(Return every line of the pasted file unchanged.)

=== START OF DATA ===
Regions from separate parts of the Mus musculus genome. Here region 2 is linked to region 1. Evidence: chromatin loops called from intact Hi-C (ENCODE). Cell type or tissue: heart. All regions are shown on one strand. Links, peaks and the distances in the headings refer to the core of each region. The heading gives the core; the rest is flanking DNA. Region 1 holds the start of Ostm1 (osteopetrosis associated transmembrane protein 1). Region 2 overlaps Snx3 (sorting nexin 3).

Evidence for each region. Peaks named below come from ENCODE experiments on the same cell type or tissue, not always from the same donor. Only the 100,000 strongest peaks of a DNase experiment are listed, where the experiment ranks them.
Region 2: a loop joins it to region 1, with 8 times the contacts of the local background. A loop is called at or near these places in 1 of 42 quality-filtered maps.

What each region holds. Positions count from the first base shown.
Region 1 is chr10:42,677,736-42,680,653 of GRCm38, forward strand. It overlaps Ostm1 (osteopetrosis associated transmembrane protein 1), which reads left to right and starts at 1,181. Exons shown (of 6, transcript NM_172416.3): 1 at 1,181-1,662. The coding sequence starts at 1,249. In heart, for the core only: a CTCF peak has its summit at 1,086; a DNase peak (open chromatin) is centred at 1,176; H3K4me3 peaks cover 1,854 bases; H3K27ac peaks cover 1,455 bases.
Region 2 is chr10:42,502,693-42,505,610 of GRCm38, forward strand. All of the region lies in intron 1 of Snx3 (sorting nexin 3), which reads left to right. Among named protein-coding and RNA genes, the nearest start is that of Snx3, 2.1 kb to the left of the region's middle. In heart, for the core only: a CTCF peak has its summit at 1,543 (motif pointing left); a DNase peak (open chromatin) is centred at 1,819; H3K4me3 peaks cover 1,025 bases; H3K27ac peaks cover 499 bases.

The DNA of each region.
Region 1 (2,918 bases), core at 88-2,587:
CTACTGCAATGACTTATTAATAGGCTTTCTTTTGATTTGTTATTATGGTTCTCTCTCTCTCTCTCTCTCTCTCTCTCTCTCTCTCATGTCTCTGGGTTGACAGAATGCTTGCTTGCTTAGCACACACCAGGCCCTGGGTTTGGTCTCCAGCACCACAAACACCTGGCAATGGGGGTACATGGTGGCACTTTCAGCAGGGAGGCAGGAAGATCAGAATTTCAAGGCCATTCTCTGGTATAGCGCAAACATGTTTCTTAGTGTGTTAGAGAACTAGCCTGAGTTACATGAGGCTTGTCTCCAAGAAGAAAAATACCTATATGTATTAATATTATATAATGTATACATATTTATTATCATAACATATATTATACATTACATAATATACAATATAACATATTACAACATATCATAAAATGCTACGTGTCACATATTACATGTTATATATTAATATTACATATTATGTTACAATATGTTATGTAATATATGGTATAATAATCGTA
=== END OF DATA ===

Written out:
Regions from separate parts of the Mus musculus genome. Here region 2 is linked to region 1. Evidence: chromatin loops called from intact Hi-C (ENCODE). Cell type or tissue: heart. All regions are shown on one strand. Links, peaks and the distances in the headings refer to the core of each region. The heading gives the core; the rest is flanking DNA. Region 1 holds the start of Ostm1 (osteopetrosis associated transmembrane protein 1). Region 2 overlaps Snx3 (sorting nexin 3).

Evidence for each region. Peaks named below come from ENCODE experiments on the same cell type or tissue, not always from the same donor. Only the 100,000 strongest peaks of a DNase experiment are listed, where the experiment ranks them.
Region 2: a loop joins it to region 1, with 8 times the contacts of the local background. A loop is called at or near these places in 1 of 42 quality-filtered maps.

What each region holds. Positions count from the first base shown.
Region 1 is chr10:42,677,736-42,680,653 of GRCm38, forward strand. It overlaps Ostm1 (osteopetrosis associated transmembrane protein 1), which reads left to right and starts at 1,181. Exons shown (of 6, transcript NM_172416.3): 1 at 1,181-1,662. The coding sequence starts at 1,249. In heart, for the core only: a CTCF peak has its summit at 1,086; a DNase peak (open chromatin) is centred at 1,176; H3K4me3 peaks cover 1,854 bases; H3K27ac peaks cover 1,455 bases.
Region 2 is chr10:42,502,693-42,505,610 of GRCm38, forward strand. All of the region lies in intron 1 of Snx3 (sorting nexin 3), which reads left to right. Among named protein-coding and RNA genes, the nearest start is that of Snx3, 2.1 kb to the left of the region's middle. In heart, for the core only: a CTCF peak has its summit at 1,543 (motif pointing left); a DNase peak (open chromatin) is centred at 1,819; H3K4me3 peaks cover 1,025 bases; H3K27ac peaks cover 499 bases.

The DNA of each region.
Region 1 (2,918 bases), core at 88-2,587:
CTACTGCAATGACTTATTAATAGGCTTTCTTTTGATTTGTTATTATGGTTCTCTCTCTCTCTCTCTCTCTCTCTCTCTCTCTCTCATGTCTCTGGGTTGACAGAATGCTTGCTTGCTTAGCACACACCAGGCCCTGGGTTTGGTCTCCAGCACCACAAACACCTGGCAATGGGGGTACATGGTGGCACTTTCAGCAGGGAGGCAGGAAGATCAGAATTTCAAGGCCATTCTCTGGTATAGCGCAAACATGTTTCTTAGTGTGTTAGAGAACTAGCCTGAGTTACATGAGGCTTGTCTCCAAGAAGAAAAATACCTATATGTATTAATATTATATAATGTATACATATTTATTATCATAACATATATTATACATTACATAATATACAATATAACATATTACAACATATCATAAAATGCTACGTGTCACATATTACATGTTATATATTAATATTACATATTATGTTACAATATGTTATGTAATATATGGTATAATAATCGTA